for a redeeming language, exploring the estrangement of men and women from their
environment and from each other. Using collage-like techniques, Williams
juxtaposes material from newspapers, letters, documents, and interviews with
passages in lyric, descriptive, and dramatic forms to create a portrait of his
time as significant as those in the long poems of Eliot and Pound.
his later work Williams often employed what he referred to as the “variable
foot,” a triadic or step-down form he first discovered in writing “The Descent”
in Paterson, Book II. Line length in “The Pink Locust,” for example, is
sometimes determined by grammatical units, sometimes by the emphasis Williams
places on phrases or individual words. The speaker’s voice is direct, personal.
Like the pink locust, Williams persisted during the last fifteen years of his
life, weathering a series of heart attacks and strokes and a nervous collapse,
to write a number of psychologically complex and hauntingly beautiful poems. He
is considered the most diverse and challenging poet of his generation.
Theodora Rapp Graham|
Pennsylvania State University at Harrisburg
In the Heath Anthology
The Young Housewife
Portrait of a Lady
The Great Figure
Spring and All
The Pot of Flowers
The Red Wheelbarrow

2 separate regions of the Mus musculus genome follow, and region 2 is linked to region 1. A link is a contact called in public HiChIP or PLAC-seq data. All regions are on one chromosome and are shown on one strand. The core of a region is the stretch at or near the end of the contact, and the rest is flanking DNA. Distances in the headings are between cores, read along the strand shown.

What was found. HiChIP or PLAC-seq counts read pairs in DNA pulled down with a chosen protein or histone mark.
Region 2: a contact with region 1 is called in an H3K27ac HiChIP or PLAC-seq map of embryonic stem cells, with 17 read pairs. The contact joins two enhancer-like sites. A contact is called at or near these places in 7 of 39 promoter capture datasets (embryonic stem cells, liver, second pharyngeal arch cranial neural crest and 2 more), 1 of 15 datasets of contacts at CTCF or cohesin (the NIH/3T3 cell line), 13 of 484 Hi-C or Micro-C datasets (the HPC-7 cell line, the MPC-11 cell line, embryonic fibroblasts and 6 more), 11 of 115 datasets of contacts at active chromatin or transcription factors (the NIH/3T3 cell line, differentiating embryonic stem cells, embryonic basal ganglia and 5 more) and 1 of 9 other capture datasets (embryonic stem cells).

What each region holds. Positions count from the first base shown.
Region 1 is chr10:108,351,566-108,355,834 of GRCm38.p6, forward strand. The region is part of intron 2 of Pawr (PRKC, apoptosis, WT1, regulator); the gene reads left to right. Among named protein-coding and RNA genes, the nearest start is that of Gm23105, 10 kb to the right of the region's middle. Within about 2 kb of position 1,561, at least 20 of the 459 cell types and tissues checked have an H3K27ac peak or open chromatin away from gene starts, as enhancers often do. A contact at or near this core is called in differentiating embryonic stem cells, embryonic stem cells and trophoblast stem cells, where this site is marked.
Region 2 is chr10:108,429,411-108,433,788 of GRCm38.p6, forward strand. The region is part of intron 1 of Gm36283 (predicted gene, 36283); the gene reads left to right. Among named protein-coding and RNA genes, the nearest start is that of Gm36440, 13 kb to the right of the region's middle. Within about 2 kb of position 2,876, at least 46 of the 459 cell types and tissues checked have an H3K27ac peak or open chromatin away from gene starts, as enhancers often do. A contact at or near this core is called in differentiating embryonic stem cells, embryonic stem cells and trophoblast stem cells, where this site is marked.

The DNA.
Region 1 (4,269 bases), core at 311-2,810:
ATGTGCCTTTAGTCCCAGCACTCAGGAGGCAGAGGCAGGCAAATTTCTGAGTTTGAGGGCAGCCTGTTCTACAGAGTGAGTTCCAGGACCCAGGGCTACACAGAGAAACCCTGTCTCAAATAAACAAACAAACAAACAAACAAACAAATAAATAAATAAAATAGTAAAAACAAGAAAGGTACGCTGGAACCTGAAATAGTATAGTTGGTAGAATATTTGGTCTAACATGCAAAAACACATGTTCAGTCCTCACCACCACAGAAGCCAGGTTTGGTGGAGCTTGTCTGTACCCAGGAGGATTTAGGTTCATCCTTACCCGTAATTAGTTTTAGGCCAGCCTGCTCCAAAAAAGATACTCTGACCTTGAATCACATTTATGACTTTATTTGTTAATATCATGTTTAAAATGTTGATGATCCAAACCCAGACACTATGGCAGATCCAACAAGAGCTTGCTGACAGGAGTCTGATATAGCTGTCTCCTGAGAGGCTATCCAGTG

Burning the Christmas Greens
The Pink Locust
Al Que Quiere!
Kora in Hell: Improvisations
In the American Grain
A Voyage to Pagany
Collected Poems 1906-1938
In the Money
The Build Up
The Desert Music
Jouney to Love
Pictures from Breghel
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Modern and Contemporary American Poetry
Search for Wiliams under "Texts" for links to a biography, online works, etc.
Modern American Poetry
Criticism, works online, biography, and links.
The Academy of American Poets
A brief biography, a bibliography, and poetry texts.
The Works of William Carlos Williams
Offers a complete bibliography.
James E. Breslin, William Carlos Williams: An American Artist, 1970
Stephen Cushman, William Carlos Williams and the Meanings of Measure, 1985
Bram Dijkstra, Cubism, Steiglitz, and the Early Poetry of William Carlos Williams, 1969
Paul Mariani, William Carlos Williams: The Poet and His Critics, 1975
Paul Mariani, William Carlos Williams: A New World Naked, 1981
Emily M. Wallace, ed., A Bibliography of William Carlos Williams, 1968
Mike Weaver, William Carlos Williams: The American Background, 1971
Thomas R. Whitaker, William Carlos Williams, 1968, revised edition, 1989
William Carlos Williams, I Wanted to Write a Poem, ed. Edith Heal, 1977